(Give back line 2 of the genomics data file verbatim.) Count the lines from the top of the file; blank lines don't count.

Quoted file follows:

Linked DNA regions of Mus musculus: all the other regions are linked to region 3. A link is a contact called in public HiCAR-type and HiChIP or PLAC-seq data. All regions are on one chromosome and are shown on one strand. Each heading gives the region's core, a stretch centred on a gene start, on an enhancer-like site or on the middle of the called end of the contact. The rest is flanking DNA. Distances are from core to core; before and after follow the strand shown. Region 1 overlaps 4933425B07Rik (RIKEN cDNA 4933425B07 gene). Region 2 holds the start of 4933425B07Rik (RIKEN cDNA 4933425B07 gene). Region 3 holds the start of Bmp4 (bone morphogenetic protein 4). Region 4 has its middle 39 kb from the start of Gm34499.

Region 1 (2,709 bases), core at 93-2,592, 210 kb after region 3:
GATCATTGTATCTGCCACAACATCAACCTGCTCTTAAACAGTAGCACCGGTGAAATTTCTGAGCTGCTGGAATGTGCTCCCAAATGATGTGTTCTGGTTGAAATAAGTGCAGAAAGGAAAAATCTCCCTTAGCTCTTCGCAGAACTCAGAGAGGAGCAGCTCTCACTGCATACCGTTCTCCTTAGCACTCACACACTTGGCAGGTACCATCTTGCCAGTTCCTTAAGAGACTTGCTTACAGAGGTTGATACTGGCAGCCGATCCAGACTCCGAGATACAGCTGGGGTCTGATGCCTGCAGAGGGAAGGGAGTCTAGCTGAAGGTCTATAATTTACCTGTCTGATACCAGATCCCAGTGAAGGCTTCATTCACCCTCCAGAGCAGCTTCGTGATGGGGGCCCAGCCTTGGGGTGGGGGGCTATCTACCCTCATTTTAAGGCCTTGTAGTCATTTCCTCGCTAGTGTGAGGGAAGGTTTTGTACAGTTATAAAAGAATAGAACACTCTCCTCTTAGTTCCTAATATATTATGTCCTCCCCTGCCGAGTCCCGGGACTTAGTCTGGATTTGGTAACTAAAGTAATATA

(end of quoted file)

Region 1 (2,709 bases), core at 93-2,592, 210 kb after region 3: